And that’s just one network. Connected to the War of 1812 Bicentennial are re-enactors, historians, genealogists, heritage craftspeople and many more.

The Potential for Heritage Tourism

If well coordinated, the St. Lawrence region is perfectly poised to foster a unique brand of heritage tourism, which is all about travelling to experience the places and stories that embody the past. And heritage tourism appeals to the History Traveller.

Accounting for 10-30% of all tourists, History Travellers purposefully plan trips to historical places, or end up visiting heritage sites along the way. They are usually more educated and earn more money than the average Canadian or American.

If the total tourism revenue in Ontario was 17.6% in 2008, at the lowest estimate, History Travellers might account for $1.76 billion in revenues – it’s nothing to sneeze at.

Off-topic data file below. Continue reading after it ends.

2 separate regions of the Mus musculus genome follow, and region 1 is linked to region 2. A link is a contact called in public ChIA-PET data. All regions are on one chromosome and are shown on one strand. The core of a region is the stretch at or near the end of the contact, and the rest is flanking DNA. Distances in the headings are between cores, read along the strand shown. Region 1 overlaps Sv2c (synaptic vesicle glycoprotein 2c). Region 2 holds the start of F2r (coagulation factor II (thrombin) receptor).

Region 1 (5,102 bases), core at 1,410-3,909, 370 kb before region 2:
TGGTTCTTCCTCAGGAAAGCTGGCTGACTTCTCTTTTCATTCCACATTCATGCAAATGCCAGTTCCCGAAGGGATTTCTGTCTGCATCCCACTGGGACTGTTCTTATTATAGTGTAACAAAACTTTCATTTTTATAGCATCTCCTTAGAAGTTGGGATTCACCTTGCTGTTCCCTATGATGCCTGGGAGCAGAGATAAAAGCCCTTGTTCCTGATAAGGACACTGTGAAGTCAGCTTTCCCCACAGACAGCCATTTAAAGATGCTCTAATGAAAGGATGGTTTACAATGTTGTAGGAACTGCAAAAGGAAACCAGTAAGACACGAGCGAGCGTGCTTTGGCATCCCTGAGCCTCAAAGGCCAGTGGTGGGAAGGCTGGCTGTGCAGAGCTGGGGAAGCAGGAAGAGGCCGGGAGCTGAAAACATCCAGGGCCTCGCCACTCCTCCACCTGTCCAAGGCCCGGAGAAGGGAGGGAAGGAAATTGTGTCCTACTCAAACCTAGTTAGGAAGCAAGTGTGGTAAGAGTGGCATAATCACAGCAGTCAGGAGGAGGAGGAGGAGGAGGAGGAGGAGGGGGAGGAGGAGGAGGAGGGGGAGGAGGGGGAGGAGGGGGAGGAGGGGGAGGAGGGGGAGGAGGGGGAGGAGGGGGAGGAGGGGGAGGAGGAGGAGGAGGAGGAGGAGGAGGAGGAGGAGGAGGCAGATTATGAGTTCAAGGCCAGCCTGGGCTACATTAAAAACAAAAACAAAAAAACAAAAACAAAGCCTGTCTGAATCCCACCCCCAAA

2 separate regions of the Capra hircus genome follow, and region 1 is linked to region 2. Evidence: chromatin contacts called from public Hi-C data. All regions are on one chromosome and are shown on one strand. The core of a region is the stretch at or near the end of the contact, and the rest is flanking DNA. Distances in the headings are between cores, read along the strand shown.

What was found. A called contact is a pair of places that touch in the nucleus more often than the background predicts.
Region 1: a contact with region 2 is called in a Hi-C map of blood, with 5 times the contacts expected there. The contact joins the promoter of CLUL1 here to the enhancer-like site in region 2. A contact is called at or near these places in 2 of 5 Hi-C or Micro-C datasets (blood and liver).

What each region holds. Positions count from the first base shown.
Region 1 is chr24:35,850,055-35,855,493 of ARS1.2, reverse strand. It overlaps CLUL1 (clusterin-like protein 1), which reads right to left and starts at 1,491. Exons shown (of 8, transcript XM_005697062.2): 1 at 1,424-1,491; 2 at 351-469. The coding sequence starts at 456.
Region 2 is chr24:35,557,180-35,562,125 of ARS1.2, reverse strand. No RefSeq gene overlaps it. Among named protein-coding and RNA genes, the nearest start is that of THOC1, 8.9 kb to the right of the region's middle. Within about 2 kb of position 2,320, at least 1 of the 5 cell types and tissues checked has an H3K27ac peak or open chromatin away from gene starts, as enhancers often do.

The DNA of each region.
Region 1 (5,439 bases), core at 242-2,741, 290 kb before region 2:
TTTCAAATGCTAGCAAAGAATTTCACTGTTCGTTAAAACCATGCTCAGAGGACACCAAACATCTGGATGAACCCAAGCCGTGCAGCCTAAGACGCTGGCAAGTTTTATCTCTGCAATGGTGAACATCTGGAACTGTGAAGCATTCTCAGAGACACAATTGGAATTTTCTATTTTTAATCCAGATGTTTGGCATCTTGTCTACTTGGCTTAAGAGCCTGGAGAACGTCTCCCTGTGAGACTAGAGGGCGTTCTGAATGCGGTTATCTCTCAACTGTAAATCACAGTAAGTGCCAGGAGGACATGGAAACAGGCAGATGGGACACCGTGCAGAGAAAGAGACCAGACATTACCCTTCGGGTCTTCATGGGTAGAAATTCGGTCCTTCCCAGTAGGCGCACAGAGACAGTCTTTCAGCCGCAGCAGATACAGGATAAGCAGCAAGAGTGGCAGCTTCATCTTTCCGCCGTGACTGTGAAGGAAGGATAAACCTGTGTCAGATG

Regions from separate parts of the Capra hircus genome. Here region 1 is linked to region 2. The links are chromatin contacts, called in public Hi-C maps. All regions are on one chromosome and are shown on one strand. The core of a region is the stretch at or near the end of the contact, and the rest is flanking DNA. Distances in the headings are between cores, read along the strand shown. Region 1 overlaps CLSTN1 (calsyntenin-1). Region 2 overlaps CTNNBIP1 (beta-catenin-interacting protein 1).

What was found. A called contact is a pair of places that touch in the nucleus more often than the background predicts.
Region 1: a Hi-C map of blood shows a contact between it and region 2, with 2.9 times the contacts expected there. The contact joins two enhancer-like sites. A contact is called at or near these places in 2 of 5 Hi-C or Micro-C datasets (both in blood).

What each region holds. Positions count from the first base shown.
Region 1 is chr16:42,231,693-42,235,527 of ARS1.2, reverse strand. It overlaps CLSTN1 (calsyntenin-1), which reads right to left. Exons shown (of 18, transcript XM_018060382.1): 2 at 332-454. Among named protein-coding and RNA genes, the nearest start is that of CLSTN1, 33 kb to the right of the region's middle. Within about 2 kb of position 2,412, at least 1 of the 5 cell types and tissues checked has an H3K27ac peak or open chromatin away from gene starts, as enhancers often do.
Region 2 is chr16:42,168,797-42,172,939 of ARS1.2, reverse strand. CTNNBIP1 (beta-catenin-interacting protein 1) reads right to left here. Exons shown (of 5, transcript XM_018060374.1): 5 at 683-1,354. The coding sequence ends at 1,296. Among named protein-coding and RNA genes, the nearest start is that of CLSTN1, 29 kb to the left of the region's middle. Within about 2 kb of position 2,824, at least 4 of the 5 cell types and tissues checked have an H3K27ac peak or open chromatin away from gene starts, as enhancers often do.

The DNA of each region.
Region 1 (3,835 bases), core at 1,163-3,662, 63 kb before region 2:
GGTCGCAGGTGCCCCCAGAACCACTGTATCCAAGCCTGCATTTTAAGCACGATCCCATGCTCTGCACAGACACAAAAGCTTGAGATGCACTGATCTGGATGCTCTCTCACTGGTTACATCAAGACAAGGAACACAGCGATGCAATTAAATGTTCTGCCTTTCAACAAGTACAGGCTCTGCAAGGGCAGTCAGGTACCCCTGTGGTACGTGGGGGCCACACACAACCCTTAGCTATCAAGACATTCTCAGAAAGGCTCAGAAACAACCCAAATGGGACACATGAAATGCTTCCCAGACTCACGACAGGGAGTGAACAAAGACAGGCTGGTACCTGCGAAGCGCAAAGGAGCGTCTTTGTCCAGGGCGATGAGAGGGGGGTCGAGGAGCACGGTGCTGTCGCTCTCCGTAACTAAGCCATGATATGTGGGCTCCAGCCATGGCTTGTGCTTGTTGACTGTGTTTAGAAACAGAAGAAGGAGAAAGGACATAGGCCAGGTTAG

And the St. Lawrence region has everything to attract the History Traveller. Heritage architecture graces the natural beauty along the mighty St. Lawrence. Descendants of early settlers have meticulously preserved local histories. And our heritage sites have been lovingly maintained.

The War of 1812 Bicentennial simply provides us with a rare opportunity to showcase all that we have to offer in Heritage Tourism – on an international stage.

The Bicentennial has already helped us create new visitors centres in Bath, Kingston, Fort Wellington and Upper Canada Village, all with innovative new 1812 exhibits. At Fort Henry, for example, visitors will be able to fire a mock cannon through interactive technology. At Fort Wellington the showpiece is a rare hull of an 1812 gunboat that protected the St. Lawrence during the war.